One of the Identified Settling Parties was Carlton Investments ("Carlton"), a partnership formed by Milken and his associates in Drexel's High Yield Bond Department to hold equity interests and other securities taken by them from Drexel clients, including a claimed interest in over 25 percent of the stock of TLC Beatrice. In May 1994, Carlton filed suit in New York state court against TLC Beatrice alleging breach of a shareholder agreement that grew out of Drexel's financing of the late Reginald Lewis's acquisition of Beatrice. TLC Beatrice asserted various affirmative defenses. These were based on conduct of some of the defendants that might have been the basis for, in the injunction's words, "[a] claim that ... could have been asserted in the Global Class Action." In March 1995, Carlton moved to dismiss the affirmative defenses on the ground that TLC Beatrice's assertion of them violated the injunction. TLC Beatrice responded, inter alia, that it was not bound by the judgment and injunction because it had not received notice of either the Global Class Action or the settlement and because the judgment was constitutionally deficient.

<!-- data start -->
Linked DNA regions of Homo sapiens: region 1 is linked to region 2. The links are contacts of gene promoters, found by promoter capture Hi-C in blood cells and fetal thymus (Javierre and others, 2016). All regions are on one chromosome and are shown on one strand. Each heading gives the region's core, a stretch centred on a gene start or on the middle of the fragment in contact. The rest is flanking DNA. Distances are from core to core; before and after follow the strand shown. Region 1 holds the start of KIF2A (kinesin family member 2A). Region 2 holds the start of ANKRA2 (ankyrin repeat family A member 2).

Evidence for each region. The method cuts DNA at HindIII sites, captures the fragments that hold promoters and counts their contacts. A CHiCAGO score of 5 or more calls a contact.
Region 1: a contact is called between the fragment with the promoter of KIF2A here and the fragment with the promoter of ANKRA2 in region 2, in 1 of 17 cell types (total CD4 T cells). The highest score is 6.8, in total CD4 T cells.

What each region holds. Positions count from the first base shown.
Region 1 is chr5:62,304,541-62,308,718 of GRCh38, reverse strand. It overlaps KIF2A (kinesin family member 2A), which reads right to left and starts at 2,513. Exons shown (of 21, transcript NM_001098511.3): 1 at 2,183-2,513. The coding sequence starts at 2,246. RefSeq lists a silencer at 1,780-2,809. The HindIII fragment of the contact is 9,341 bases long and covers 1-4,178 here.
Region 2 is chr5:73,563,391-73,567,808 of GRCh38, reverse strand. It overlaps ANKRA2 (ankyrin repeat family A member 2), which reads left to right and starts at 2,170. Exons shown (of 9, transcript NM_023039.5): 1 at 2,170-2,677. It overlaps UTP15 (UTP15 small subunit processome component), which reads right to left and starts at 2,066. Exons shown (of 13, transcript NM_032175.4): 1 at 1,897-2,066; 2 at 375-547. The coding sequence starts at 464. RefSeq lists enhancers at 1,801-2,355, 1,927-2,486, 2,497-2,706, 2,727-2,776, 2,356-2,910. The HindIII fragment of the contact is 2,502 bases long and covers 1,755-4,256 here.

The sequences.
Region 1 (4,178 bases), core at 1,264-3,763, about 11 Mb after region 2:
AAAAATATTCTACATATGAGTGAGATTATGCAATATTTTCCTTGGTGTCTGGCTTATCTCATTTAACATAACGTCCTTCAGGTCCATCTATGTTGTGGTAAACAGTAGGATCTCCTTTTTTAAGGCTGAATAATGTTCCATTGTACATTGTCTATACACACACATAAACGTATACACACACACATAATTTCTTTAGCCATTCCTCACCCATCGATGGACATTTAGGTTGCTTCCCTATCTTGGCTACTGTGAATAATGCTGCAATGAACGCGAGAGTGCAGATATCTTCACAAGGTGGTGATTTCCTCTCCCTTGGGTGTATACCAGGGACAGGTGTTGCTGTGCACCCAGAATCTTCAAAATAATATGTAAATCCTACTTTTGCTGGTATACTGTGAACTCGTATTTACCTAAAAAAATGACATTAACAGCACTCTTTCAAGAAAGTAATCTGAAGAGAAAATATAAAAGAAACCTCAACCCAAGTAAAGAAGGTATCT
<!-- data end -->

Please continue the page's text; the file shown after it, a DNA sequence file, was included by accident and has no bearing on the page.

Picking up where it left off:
7

In July 1995, Carlton filed a contempt motion against TLC Beatrice in the present action. It claimed that the affirmative defenses were barred by the judgment and that TLC Beatrice's challenge to the validity of the Global Class Action settlement in the state court action violated the injunction. TLC Beatrice argued in response that the affirmative defenses were not "claims" covered by the final judgment in the Global Class Action. In addition, TLC Beatrice filed two motions that are the subject of the instant appeal. The first motion sought leave to intervene under Rule 24 and to assert counterclaims for money damages--in addition to the assertion of affirmative defenses--against Carlton in the state court action. The counterclaims were based on essentially the same conduct underlying the affirmative defenses. The second motion sought, under Rule 60(b), to void the judgment in the Global Class Action as against TLC Beatrice. It claimed that the district court lacked personal and subject matter jurisdiction and that the settlement violated TLC Beatrice's due process rights.

8